Jeff Fuentes Gleghorn
Law enforcement is already using online search history and other personal data to charge pregnant people with crimes. One woman in Mississippi, a black mother of three, has been charged with second degree murder after experiencing a stillbirth. The charge is based in part on an internet search for abortion pills. Here are a few ways to protect your data so it is less likely to be used against you.
Ever since the draft opinion overturning Roe v. Wade was leaked in May, privacy concerns related to period trackers have been getting a lot of attention. While it’s a good idea to delete your period tracker, or switch to an app like Euki that does not use a cloud service, that’s a spoonful of information in the ocean of big data.
Internet search history is already being used in criminal cases related to pregnancy. To protect your search history, consider using a paid VPN, or else make use of privacy focused web browsers like Firefox Focus, Brave, or Tor when looking for information related to periods, pregnancy, or abortion services. Similarly, use a privacy focused search engine like DuckDuckGo instead of Google.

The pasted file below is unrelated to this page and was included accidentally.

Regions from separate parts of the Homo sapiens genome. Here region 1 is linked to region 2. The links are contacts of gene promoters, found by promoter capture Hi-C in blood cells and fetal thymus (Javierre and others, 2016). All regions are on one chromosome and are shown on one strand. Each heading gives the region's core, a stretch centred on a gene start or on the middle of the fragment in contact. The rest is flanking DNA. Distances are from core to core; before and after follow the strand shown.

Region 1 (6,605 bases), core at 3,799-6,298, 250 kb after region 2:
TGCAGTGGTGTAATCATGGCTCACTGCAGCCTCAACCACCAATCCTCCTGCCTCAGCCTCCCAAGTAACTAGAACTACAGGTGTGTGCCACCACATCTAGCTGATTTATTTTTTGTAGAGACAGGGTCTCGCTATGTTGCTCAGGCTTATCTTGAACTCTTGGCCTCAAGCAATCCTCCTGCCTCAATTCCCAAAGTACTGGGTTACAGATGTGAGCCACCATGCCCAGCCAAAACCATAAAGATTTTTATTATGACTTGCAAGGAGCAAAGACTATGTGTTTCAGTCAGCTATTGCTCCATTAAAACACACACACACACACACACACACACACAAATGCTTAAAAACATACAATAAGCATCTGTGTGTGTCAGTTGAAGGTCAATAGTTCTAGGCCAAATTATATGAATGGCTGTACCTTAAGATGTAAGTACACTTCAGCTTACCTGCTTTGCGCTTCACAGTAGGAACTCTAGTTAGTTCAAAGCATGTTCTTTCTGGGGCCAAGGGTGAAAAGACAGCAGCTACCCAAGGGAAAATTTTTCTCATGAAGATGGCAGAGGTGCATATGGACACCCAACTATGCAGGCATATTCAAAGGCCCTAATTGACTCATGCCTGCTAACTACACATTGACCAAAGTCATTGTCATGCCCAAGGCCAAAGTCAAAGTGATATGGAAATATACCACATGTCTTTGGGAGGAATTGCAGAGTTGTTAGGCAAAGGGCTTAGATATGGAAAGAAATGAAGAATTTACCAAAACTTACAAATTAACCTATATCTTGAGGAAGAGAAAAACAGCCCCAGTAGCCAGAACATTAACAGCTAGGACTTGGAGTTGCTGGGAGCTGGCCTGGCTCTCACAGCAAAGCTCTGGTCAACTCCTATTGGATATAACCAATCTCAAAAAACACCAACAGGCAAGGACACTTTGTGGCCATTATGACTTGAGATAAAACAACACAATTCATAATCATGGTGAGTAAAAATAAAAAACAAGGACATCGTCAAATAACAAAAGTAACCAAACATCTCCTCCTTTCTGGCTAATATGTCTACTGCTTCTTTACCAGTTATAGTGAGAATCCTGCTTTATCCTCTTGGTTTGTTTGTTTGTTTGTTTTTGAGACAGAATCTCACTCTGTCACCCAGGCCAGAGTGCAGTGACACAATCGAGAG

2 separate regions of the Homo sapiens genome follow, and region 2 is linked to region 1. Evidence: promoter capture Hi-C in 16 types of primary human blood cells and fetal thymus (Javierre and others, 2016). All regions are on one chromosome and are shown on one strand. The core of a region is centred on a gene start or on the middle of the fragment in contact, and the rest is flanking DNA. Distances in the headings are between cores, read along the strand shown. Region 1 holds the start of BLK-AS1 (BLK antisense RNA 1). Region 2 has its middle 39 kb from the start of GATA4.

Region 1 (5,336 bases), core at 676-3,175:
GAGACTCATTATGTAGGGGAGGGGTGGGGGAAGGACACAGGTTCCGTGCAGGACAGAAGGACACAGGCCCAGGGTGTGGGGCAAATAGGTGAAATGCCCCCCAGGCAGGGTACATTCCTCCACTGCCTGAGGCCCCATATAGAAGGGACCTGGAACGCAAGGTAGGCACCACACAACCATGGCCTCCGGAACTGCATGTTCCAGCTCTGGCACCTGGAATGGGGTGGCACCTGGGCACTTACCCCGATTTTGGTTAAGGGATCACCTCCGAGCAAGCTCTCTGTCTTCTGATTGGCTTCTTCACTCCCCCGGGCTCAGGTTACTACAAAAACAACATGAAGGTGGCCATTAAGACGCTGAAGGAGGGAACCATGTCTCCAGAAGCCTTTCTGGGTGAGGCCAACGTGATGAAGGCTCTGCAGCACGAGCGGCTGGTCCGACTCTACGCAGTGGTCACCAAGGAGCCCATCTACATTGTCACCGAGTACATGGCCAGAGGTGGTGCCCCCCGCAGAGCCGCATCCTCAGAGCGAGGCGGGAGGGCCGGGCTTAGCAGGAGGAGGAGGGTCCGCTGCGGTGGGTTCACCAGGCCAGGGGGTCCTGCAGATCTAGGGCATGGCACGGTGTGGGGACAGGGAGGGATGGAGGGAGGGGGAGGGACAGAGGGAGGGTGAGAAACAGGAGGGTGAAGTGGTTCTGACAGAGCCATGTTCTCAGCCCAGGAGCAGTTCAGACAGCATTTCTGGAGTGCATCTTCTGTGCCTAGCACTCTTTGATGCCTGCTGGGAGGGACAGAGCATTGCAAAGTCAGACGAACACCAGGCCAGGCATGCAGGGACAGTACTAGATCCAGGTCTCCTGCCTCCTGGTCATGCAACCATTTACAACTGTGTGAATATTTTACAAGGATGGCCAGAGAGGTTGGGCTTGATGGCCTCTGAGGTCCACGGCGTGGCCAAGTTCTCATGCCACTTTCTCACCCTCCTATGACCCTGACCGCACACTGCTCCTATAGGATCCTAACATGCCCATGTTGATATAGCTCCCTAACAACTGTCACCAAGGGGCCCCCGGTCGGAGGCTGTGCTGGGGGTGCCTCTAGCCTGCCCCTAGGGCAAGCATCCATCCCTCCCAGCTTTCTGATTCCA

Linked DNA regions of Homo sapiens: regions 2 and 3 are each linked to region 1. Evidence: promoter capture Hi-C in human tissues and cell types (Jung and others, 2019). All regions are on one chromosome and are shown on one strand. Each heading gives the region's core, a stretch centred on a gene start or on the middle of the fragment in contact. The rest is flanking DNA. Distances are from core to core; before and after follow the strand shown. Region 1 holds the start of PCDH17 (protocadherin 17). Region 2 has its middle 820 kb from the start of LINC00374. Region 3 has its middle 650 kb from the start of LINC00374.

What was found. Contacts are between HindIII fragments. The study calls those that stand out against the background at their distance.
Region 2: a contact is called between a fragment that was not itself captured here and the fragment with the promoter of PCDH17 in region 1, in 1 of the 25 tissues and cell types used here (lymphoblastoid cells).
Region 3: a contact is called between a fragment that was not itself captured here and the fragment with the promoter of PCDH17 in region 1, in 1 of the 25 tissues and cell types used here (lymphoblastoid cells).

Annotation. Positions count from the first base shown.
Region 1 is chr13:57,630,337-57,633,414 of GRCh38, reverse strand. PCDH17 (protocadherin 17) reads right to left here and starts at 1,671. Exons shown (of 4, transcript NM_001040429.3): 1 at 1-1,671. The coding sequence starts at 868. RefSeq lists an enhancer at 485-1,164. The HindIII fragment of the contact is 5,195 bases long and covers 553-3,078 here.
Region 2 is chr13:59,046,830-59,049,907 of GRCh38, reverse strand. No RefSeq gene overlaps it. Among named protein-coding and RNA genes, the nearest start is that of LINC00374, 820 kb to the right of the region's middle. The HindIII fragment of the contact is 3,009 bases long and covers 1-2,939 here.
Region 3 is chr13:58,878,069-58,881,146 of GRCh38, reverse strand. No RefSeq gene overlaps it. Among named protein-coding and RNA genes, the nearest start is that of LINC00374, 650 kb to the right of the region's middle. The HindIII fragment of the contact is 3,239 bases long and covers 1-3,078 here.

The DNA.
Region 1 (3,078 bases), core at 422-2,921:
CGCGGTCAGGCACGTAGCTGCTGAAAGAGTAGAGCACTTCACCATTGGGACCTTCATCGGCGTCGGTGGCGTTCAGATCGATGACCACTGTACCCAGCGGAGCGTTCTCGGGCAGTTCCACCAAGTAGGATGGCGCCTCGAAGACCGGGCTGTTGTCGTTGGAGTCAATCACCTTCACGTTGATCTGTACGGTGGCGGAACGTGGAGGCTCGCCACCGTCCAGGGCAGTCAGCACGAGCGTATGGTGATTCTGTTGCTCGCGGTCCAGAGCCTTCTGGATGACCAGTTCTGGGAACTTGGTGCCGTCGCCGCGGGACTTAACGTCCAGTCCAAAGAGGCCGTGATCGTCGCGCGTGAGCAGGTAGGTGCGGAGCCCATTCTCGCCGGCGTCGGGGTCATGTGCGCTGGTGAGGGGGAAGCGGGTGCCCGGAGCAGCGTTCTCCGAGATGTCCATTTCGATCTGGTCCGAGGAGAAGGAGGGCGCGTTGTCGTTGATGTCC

Instead of using text messages, Facebook Messenger, or Whatsapp, use applications with end-to-end encryption like Signal or Keybase. With end-to-end encryption, it does not matter if law enforcement tries to force Signal or Keybase to provide your messages. The companies do not have access to your messages, so there is nothing for them to turn over. Signal even has a timed deletion setting that permanently deletes messages off of everyone’s phone after a certain period of time.
Applications that track your location often sell that information, and even when they do not, law enforcement can demand the companies turn over location data. Turn off location tracking on your phone and google accounts. For applications like Google Maps that require your location to work, set them to “only while in use.”
Mobile ad ID
Mobile ad ID allows applications to access your location and personal data to give you more relevant ads. They can then sell that information, or be forced to give it to law enforcement. Turn off mobile ad ID on your phone to limit advertiser’s access to your data.
Protecting your data privacy can be difficult. For more information on how to protect your data, or for step-by-step instructions on how to switch web browsers or change your phone’s privacy settings, visit the Digital Defense Fund.